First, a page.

- Ruth Storm : Ruth is mother to two boys (Fred and Harry) and a London-based private equity professional, now business coach in private equity. In April 2010 she experienced the Last Degree ski to the North Pole and enjoyed it more than she thought she would! This journey to the South Pole is a wish to return to that enjoyment and further stretch herself with the length of the journey. She'll be interested in experiencing and observing team and individual dynamics along the way to add to her armoury of team and individual coaching skills.
- Michael Archer : Resident of Waiau Pa, South Auckland/New Zealand, works in housing construction industry. Has competed in Ironman NZ, and Coast to Coast race in the past. Currently practices TaeKwon Do and is a keen alpine skier. Did last degree to North Pole in 2009.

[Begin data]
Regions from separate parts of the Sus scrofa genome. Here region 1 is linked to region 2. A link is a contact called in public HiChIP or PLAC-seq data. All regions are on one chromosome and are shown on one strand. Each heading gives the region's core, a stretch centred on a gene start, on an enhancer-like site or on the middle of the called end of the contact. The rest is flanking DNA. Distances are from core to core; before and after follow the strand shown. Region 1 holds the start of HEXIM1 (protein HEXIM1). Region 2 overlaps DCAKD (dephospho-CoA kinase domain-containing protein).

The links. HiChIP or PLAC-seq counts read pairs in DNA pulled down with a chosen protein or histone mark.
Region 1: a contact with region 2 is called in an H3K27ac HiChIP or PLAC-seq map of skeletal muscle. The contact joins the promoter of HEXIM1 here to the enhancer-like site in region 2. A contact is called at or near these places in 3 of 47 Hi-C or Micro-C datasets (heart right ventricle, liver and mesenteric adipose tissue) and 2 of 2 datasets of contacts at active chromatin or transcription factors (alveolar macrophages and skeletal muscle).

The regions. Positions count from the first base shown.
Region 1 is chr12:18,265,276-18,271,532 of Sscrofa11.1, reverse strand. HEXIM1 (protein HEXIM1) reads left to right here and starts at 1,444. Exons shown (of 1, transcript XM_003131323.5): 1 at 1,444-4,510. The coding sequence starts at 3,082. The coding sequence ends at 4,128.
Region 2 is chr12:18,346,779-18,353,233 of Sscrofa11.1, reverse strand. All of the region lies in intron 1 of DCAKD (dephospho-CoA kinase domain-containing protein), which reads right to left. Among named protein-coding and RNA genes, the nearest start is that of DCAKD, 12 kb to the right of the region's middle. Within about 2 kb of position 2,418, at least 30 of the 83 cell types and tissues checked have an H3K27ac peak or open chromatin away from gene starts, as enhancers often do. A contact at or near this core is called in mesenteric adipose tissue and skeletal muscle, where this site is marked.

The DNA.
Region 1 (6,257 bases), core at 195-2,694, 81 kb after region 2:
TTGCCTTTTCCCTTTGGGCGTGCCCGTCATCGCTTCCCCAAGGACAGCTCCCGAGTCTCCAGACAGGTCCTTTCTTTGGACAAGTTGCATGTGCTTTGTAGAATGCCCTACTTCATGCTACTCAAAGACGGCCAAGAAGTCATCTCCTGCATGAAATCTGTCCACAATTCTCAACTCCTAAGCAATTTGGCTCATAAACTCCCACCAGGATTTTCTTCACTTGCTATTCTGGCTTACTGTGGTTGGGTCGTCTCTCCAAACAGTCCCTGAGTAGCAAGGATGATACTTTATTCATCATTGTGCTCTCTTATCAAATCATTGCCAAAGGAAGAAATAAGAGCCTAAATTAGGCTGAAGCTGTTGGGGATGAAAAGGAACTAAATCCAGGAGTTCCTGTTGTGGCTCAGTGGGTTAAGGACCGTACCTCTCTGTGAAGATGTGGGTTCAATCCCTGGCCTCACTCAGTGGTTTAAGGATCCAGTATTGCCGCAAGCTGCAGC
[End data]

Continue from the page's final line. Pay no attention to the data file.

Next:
- Kathy Braegger : Kathy is one of a handful of women to have skied the last degree to both the North and South Geographic poles. Both expeditions were historic women-only expeditions led by Josee Auclair, Richard's wife and partner at Arctic Watch. After reaching the South Pole in 2007, Kathy decided to return someday to ski all the way from the coast to the pole and return as the early explorers had done. That time has arrived and she joins this team to complete that goal. Kathy will have kids from several schools in the U.S. following her trek. The kids will be studying Antarctic history and geology. Kathy will provide them with regular updates and hopes her journey will provide them with motivation to achieve their own goals in life.